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ADAMS, John, President. Autograph letter signed ("John Adams") to the Bunker Hill Association ("Messieurs Homans, Smith and Blagrove, Committee"), Quincy, 6 August 1810. 1 full page, 4to.  In extremely fine condition.
ADAMS, John, President. Autograph letter signed ("John Adams") to the Bunker Hill Association ("Messieurs Homans, Smith and Blagrove, Committee"), Quincy, 6 August 1810. 1 full page, 4to. In extremely fine condition.

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ADAMS, John, President. Autograph letter signed ("John Adams") to the Bunker Hill Association ("Messieurs Homans, Smith and Blagrove, Committee"), Quincy, 6 August 1810. 1 full page, 4to. In extremely fine condition.

ADAMS RECALLS THE BOSTON POLITICAL CLUBS, WHERE...THE INDEPENDENCE OF AMERICA ORIGINATED"

Many years after the American Revolution, Adams astutely observed that the Revolution had begun in the minds of Americans before shots were fired or any blood was shed, alluding to the formation of Whig political groups in response to such British provocations as the 1765 Stamp Act, taxes on tea and the closing of the port of Boston. Here, the former President recalls those early years of swelling anti-British agitation in New England, especially the Whig Club of Boston, where, he asserts, "the Independence of America originated."

As part of Independence Day observances on 4 July 1810, Daniel Waldo Lincoln (1784-1815) had delivered an oration before the Bunker Hill Association, published later as a 20-page pamphlet. The Association had evidently sent a copy of the address to the former President, who acknowledges the gift, explaining that "the Procrastination of Age, is the best Apology I can make for my long neglect to acknowledge your favor of the 12th July." He is complimentary of Lincoln's speech: "Be pleased to accept of my Thanks for your acceptable Present of the Sprightly oration of our ingenious young Friend Mr. Lincoln, which I have read, as I heard it, with the more pleasure, as his Father though not my Élève, was in some sort my Protegé in his youth; and his Grandfather was one of my habitual social Friends in the ancient Whig Clubb in The Town of Boston, where, as Tradition says and History perhaps ought to Say, The Independence of America originated. In conclusion, Adams tenders his "Respect to the Association you represent and many Thanks for your Politeness in communicating their Wishes...."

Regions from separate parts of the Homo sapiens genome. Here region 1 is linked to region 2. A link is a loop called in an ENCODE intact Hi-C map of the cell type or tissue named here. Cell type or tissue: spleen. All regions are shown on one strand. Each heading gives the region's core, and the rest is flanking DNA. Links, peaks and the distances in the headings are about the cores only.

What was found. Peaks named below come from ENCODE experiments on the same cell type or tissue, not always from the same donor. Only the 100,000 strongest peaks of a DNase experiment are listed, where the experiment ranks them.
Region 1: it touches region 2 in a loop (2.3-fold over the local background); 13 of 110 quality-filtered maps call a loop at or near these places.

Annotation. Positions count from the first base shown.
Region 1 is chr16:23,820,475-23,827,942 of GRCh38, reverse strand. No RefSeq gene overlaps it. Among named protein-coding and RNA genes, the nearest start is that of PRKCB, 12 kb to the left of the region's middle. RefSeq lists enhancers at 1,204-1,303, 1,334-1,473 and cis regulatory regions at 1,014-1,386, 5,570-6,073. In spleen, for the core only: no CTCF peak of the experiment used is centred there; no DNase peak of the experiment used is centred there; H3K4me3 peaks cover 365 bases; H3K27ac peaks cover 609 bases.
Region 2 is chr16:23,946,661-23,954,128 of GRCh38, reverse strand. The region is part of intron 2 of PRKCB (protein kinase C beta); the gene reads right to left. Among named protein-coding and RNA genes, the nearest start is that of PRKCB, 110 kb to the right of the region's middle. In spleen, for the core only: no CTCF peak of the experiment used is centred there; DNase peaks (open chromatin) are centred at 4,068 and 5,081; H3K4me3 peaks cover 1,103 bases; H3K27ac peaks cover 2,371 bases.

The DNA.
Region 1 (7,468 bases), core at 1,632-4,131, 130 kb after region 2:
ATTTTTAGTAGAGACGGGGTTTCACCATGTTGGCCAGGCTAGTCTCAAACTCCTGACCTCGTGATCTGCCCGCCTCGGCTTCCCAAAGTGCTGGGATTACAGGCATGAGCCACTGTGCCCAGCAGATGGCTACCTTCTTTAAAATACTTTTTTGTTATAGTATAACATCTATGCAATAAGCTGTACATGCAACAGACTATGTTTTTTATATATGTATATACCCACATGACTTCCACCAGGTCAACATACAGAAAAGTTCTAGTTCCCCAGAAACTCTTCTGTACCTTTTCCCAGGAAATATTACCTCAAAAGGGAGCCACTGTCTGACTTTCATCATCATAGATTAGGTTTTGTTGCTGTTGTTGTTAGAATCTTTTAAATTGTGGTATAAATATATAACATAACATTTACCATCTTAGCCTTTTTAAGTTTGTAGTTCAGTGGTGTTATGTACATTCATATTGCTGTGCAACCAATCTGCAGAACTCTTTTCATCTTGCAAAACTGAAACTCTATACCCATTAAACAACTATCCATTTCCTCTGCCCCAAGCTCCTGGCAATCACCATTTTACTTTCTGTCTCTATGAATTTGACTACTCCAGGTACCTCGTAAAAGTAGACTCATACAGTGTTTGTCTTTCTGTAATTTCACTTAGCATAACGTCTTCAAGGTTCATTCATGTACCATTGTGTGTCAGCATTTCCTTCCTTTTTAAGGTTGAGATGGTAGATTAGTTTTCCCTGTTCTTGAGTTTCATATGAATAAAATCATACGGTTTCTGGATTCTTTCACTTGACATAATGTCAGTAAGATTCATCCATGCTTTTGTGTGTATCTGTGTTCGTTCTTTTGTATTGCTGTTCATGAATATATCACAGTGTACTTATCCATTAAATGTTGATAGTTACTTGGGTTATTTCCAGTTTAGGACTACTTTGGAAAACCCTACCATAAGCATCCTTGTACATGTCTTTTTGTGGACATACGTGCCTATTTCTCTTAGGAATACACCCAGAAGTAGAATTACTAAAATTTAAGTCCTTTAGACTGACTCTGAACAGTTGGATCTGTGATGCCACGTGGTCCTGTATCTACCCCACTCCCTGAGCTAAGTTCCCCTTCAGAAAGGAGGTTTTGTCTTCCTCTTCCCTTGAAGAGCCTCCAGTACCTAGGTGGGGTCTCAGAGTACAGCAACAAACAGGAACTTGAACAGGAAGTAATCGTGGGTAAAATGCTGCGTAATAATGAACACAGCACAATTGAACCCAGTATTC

Adams, of course, was the first American patriot to predict, only a day after the adoption of the Declaration of Independence, that its anniversary would become an important occasion for the new nation. That historic day, he prophesied, "will be celebrated by succeeding generations as the great anniversary festival. It ought to be commemorated as the day of deliverance, by solemn acts of devotion to Almighty God. It ought to be solemnized with pomp, shows, games, sports, guns, bells, bonfires, and illuminations, from one end of the continent to the other, from this time forward, forever" (John Adams to Abigail Adams, 5 July 1776). Daniel Waldo Lincoln (1784-1815, author of the 1810 oration referred to here), was the son of Levi Lincoln (1749-1820) and the Grandson of Enoch Lincoln (1720-1802), whom Adams had known as a fellow member of Boston's Whig Club.

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